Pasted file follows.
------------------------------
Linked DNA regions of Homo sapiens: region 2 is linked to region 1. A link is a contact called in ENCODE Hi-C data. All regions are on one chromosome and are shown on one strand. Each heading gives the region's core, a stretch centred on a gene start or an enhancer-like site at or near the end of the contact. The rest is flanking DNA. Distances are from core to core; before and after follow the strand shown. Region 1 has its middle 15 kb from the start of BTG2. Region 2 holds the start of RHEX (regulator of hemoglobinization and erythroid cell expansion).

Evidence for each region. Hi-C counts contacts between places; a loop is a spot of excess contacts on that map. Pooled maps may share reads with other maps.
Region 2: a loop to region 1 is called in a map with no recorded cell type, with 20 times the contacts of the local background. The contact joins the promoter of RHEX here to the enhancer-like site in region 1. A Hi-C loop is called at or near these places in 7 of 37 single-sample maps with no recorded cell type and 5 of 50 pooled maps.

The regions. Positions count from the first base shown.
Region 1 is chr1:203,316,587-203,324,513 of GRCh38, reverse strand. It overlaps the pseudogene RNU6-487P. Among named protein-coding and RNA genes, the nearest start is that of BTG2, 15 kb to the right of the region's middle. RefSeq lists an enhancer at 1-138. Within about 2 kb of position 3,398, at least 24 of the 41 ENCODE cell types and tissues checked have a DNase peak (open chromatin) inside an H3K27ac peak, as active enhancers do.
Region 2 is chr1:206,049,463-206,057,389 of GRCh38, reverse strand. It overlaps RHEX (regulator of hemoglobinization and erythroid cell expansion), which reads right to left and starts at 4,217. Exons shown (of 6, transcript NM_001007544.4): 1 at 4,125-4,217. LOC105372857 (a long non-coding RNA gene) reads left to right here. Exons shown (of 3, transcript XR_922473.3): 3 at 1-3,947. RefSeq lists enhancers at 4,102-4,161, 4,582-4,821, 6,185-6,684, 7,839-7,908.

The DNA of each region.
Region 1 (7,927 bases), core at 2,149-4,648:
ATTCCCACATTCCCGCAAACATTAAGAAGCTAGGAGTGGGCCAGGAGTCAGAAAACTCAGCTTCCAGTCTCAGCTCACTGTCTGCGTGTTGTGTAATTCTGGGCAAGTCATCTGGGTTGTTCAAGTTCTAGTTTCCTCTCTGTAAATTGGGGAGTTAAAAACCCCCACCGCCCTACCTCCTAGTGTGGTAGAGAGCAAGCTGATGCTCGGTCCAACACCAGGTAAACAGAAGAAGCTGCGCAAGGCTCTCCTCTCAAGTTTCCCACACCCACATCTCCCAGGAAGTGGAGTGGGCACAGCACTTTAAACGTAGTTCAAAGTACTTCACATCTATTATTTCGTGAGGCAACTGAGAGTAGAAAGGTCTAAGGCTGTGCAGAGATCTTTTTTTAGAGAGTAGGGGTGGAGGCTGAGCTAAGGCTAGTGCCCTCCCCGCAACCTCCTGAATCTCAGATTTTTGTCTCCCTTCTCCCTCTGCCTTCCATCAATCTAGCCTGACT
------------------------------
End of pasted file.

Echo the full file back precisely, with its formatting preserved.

Linked DNA regions of Homo sapiens: region 2 is linked to region 1. A link is a contact called in ENCODE Hi-C data. All regions are on one chromosome and are shown on one strand. Each heading gives the region's core, a stretch centred on a gene start or an enhancer-like site at or near the end of the contact. The rest is flanking DNA. Distances are from core to core; before and after follow the strand shown. Region 1 has its middle 15 kb from the start of BTG2. Region 2 holds the start of RHEX (regulator of hemoglobinization and erythroid cell expansion).

Evidence for each region. Hi-C counts contacts between places; a loop is a spot of excess contacts on that map. Pooled maps may share reads with other maps.
Region 2: a loop to region 1 is called in a map with no recorded cell type, with 20 times the contacts of the local background. The contact joins the promoter of RHEX here to the enhancer-like site in region 1. A Hi-C loop is called at or near these places in 7 of 37 single-sample maps with no recorded cell type and 5 of 50 pooled maps.

The regions. Positions count from the first base shown.
Region 1 is chr1:203,316,587-203,324,513 of GRCh38, reverse strand. It overlaps the pseudogene RNU6-487P. Among named protein-coding and RNA genes, the nearest start is that of BTG2, 15 kb to the right of the region's middle. RefSeq lists an enhancer at 1-138. Within about 2 kb of position 3,398, at least 24 of the 41 ENCODE cell types and tissues checked have a DNase peak (open chromatin) inside an H3K27ac peak, as active enhancers do.
Region 2 is chr1:206,049,463-206,057,389 of GRCh38, reverse strand. It overlaps RHEX (regulator of hemoglobinization and erythroid cell expansion), which reads right to left and starts at 4,217. Exons shown (of 6, transcript NM_001007544.4): 1 at 4,125-4,217. LOC105372857 (a long non-coding RNA gene) reads left to right here. Exons shown (of 3, transcript XR_922473.3): 3 at 1-3,947. RefSeq lists enhancers at 4,102-4,161, 4,582-4,821, 6,185-6,684, 7,839-7,908.

The DNA of each region.
Region 1 (7,927 bases), core at 2,149-4,648:
ATTCCCACATTCCCGCAAACATTAAGAAGCTAGGAGTGGGCCAGGAGTCAGAAAACTCAGCTTCCAGTCTCAGCTCACTGTCTGCGTGTTGTGTAATTCTGGGCAAGTCATCTGGGTTGTTCAAGTTCTAGTTTCCTCTCTGTAAATTGGGGAGTTAAAAACCCCCACCGCCCTACCTCCTAGTGTGGTAGAGAGCAAGCTGATGCTCGGTCCAACACCAGGTAAACAGAAGAAGCTGCGCAAGGCTCTCCTCTCAAGTTTCCCACACCCACATCTCCCAGGAAGTGGAGTGGGCACAGCACTTTAAACGTAGTTCAAAGTACTTCACATCTATTATTTCGTGAGGCAACTGAGAGTAGAAAGGTCTAAGGCTGTGCAGAGATCTTTTTTTAGAGAGTAGGGGTGGAGGCTGAGCTAAGGCTAGTGCCCTCCCCGCAACCTCCTGAATCTCAGATTTTTGTCTCCCTTCTCCCTCTGCCTTCCATCAATCTAGCCTGACT